* Asks court to block derivative action
* AIG board already decided not to join suit
* Greenberg seeking more than $55 bln in damages
April 8 Insurer American International Group Inc
has asked a court to block Maurice "Hank" Greenberg's
efforts to sue the U.S. government on AIG's behalf, saying its
former CEO has not proven he should have the right to do so.
Earlier this year, AIG drew sharp criticism from members of
Congress and an outraged public when the firm considered the
possibility of joining Greenberg's lawsuit, which challenges the
terms of the insurer's $182.3 billion bailout by the federal
government in 2008.
AIG said Greenberg had forced its hand in even deliberating
the prospect, but that ultimately it did not want to sue anyway
amid a public backlash.
Absent AIG's participation, Greenberg is pursuing a
derivative claim, seeking to sue the U.S. government on AIG's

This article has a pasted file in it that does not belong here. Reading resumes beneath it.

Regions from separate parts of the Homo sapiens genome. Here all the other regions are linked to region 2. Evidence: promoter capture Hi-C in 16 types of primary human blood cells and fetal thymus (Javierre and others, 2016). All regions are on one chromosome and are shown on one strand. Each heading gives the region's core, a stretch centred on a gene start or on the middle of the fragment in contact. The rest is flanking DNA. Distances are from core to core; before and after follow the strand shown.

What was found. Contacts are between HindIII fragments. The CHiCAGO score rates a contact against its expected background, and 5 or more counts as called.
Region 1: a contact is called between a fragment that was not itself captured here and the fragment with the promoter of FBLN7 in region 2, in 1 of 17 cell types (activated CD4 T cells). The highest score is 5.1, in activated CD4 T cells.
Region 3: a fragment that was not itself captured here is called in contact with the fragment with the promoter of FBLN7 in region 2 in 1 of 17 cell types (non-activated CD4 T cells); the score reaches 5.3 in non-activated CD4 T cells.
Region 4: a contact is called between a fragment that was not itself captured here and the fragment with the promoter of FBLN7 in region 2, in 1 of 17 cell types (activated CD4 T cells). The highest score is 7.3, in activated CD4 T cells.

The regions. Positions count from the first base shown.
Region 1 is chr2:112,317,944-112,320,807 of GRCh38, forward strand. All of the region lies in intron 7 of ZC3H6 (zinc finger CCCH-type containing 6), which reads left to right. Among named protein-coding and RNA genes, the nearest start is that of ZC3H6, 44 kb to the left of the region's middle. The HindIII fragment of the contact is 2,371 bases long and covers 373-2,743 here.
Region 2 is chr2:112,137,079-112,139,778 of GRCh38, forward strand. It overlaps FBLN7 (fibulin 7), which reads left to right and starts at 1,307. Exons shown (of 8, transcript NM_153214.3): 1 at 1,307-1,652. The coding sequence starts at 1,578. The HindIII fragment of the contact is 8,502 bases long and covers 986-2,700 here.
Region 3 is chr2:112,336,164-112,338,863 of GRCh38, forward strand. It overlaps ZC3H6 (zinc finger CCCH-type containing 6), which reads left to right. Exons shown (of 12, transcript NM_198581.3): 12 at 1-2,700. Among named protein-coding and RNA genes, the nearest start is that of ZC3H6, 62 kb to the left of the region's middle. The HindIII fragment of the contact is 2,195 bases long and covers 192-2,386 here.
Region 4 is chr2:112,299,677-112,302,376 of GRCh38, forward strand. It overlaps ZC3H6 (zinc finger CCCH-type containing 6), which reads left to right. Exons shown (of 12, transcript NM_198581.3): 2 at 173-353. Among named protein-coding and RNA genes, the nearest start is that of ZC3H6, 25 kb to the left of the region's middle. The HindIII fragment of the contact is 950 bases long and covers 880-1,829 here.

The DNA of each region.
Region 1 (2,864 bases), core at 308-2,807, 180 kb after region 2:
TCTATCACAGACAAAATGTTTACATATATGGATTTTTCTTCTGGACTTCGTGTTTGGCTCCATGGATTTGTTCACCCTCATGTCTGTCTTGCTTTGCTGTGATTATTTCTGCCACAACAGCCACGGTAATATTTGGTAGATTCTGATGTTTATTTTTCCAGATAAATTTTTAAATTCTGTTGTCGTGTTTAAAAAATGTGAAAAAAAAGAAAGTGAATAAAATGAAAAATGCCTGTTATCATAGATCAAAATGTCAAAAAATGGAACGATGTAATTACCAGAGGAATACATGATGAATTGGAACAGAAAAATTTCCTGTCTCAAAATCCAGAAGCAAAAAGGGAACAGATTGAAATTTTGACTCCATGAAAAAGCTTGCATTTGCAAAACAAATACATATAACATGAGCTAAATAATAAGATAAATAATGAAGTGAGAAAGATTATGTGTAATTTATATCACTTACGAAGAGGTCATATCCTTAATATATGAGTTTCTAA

behalf over the terms of the $182.3 billion rescue. Greenberg
and his company Starr International, which owned 12 percent of
AIG before the rescue, are also suing the government directly.
But the insurer, in a filing dated Friday, said Starr had
not met the burdens necessary to be allowed to pursue claims on
the company's behalf.
"Starr has alleged no facts showing that the AIG board's
decision to refuse Starr's demand cannot be attributed to a
rational business purpose," AIG said.
The company said its board also feared "incalculable harm to
AIG's corporate brand and image and relationships with
shareholders, customers, regulators and elected officials" if it
pursued a lawsuit.
A spokeswoman for Starr's lawyer did not immediately respond
to a request for a comment. Last month Starr amended its
complaint, more than doubling the damages it is seeking to
roughly $55.5 billion.
The Case is Starr International Co Inc vs. United States,
U.S. Court of Federal Claims, No. 11-00779.